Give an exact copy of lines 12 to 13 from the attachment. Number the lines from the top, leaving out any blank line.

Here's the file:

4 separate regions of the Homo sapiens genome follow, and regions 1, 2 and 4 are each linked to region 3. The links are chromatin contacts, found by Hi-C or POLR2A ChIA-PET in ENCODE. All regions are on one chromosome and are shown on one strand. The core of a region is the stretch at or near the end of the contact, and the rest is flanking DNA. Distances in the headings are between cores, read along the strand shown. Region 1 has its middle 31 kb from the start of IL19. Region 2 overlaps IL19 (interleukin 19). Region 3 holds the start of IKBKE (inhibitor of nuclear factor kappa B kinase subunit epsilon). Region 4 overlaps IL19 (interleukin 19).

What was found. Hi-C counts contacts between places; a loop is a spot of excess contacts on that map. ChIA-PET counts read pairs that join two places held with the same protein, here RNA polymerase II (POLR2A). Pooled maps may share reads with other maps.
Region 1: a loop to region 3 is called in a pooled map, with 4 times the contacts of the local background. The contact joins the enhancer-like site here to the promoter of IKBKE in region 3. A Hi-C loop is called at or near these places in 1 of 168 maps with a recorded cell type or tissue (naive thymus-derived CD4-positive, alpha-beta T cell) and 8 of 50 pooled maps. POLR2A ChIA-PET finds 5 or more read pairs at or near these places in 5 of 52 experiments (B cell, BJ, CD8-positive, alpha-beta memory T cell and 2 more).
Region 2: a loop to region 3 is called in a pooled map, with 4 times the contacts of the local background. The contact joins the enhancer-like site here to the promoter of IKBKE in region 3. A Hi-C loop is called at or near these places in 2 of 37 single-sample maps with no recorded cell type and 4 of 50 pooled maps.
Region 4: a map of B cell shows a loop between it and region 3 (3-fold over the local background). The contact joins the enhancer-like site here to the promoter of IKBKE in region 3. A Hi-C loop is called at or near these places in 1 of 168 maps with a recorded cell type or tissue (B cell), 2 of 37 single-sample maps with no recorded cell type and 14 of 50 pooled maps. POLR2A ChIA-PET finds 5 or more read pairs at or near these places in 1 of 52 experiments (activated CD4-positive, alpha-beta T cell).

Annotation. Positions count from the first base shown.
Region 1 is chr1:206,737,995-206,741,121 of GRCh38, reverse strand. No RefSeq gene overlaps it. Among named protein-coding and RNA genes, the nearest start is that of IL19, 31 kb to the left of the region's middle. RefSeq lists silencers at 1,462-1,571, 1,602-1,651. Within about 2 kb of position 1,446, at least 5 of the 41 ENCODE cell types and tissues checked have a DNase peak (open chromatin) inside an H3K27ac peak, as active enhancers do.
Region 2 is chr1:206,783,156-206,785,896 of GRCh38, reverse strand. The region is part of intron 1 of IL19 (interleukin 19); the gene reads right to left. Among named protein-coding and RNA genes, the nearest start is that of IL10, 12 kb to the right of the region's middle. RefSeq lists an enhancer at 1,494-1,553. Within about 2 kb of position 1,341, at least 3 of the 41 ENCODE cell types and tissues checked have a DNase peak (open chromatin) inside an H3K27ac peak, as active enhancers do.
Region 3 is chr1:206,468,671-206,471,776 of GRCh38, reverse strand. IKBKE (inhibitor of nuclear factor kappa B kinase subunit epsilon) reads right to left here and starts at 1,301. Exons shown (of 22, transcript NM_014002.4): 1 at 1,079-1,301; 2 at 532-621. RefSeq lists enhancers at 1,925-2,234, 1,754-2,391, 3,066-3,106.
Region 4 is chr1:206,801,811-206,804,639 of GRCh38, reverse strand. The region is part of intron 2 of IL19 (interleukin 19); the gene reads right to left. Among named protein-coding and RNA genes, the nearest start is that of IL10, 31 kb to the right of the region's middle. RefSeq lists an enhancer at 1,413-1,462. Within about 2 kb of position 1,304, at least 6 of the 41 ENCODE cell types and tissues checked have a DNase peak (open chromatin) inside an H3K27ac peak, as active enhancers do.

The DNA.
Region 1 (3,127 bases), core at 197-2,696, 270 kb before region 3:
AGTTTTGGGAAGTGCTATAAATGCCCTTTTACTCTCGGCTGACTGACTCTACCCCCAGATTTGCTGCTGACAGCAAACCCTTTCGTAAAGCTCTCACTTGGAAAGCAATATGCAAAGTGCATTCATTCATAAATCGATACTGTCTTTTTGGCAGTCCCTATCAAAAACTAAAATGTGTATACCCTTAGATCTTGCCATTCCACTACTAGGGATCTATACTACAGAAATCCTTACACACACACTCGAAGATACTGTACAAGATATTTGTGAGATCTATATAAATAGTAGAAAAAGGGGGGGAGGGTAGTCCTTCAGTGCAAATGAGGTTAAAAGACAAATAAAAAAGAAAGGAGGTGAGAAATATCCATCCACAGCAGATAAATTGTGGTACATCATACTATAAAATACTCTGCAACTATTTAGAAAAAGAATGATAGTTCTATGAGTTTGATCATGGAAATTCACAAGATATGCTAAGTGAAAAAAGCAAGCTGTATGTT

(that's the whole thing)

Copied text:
Region 1 (3,127 bases), core at 197-2,696, 270 kb before region 3:
AGTTTTGGGAAGTGCTATAAATGCCCTTTTACTCTCGGCTGACTGACTCTACCCCCAGATTTGCTGCTGACAGCAAACCCTTTCGTAAAGCTCTCACTTGGAAAGCAATATGCAAAGTGCATTCATTCATAAATCGATACTGTCTTTTTGGCAGTCCCTATCAAAAACTAAAATGTGTATACCCTTAGATCTTGCCATTCCACTACTAGGGATCTATACTACAGAAATCCTTACACACACACTCGAAGATACTGTACAAGATATTTGTGAGATCTATATAAATAGTAGAAAAAGGGGGGGAGGGTAGTCCTTCAGTGCAAATGAGGTTAAAAGACAAATAAAAAAGAAAGGAGGTGAGAAATATCCATCCACAGCAGATAAATTGTGGTACATCATACTATAAAATACTCTGCAACTATTTAGAAAAAGAATGATAGTTCTATGAGTTTGATCATGGAAATTCACAAGATATGCTAAGTGAAAAAAGCAAGCTGTATGTT